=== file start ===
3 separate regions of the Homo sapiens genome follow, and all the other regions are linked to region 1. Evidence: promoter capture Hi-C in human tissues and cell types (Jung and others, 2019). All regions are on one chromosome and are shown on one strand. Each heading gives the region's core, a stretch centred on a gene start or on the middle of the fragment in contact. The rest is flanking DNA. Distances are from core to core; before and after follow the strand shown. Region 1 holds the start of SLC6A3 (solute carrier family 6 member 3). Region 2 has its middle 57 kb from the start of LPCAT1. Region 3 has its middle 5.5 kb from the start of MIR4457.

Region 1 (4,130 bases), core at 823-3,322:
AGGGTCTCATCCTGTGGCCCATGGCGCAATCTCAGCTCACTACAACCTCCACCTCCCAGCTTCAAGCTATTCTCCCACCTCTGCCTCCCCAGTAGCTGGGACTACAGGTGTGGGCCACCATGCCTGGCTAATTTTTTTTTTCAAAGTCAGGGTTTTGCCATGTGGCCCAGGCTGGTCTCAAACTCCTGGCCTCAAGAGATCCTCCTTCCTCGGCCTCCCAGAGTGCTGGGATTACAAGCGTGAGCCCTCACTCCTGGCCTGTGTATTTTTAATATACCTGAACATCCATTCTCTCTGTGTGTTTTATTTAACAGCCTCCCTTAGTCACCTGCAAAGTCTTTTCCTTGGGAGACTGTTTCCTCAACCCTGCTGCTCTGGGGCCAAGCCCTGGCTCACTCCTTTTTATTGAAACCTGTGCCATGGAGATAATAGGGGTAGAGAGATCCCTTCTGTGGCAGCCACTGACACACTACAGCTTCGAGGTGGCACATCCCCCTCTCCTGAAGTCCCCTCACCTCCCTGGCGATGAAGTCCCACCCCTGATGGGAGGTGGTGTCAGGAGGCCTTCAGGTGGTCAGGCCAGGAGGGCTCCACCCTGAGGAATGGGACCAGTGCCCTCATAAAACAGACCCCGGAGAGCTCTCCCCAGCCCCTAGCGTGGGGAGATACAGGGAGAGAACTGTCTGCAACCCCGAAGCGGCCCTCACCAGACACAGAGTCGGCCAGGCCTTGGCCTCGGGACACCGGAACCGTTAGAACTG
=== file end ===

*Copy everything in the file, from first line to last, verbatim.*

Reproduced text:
3 separate regions of the Homo sapiens genome follow, and all the other regions are linked to region 1. Evidence: promoter capture Hi-C in human tissues and cell types (Jung and others, 2019). All regions are on one chromosome and are shown on one strand. Each heading gives the region's core, a stretch centred on a gene start or on the middle of the fragment in contact. The rest is flanking DNA. Distances are from core to core; before and after follow the strand shown. Region 1 holds the start of SLC6A3 (solute carrier family 6 member 3). Region 2 has its middle 57 kb from the start of LPCAT1. Region 3 has its middle 5.5 kb from the start of MIR4457.

Region 1 (4,130 bases), core at 823-3,322:
AGGGTCTCATCCTGTGGCCCATGGCGCAATCTCAGCTCACTACAACCTCCACCTCCCAGCTTCAAGCTATTCTCCCACCTCTGCCTCCCCAGTAGCTGGGACTACAGGTGTGGGCCACCATGCCTGGCTAATTTTTTTTTTCAAAGTCAGGGTTTTGCCATGTGGCCCAGGCTGGTCTCAAACTCCTGGCCTCAAGAGATCCTCCTTCCTCGGCCTCCCAGAGTGCTGGGATTACAAGCGTGAGCCCTCACTCCTGGCCTGTGTATTTTTAATATACCTGAACATCCATTCTCTCTGTGTGTTTTATTTAACAGCCTCCCTTAGTCACCTGCAAAGTCTTTTCCTTGGGAGACTGTTTCCTCAACCCTGCTGCTCTGGGGCCAAGCCCTGGCTCACTCCTTTTTATTGAAACCTGTGCCATGGAGATAATAGGGGTAGAGAGATCCCTTCTGTGGCAGCCACTGACACACTACAGCTTCGAGGTGGCACATCCCCCTCTCCTGAAGTCCCCTCACCTCCCTGGCGATGAAGTCCCACCCCTGATGGGAGGTGGTGTCAGGAGGCCTTCAGGTGGTCAGGCCAGGAGGGCTCCACCCTGAGGAATGGGACCAGTGCCCTCATAAAACAGACCCCGGAGAGCTCTCCCCAGCCCCTAGCGTGGGGAGATACAGGGAGAGAACTGTCTGCAACCCCGAAGCGGCCCTCACCAGACACAGAGTCGGCCAGGCCTTGGCCTCGGGACACCGGAACCGTTAGAACTG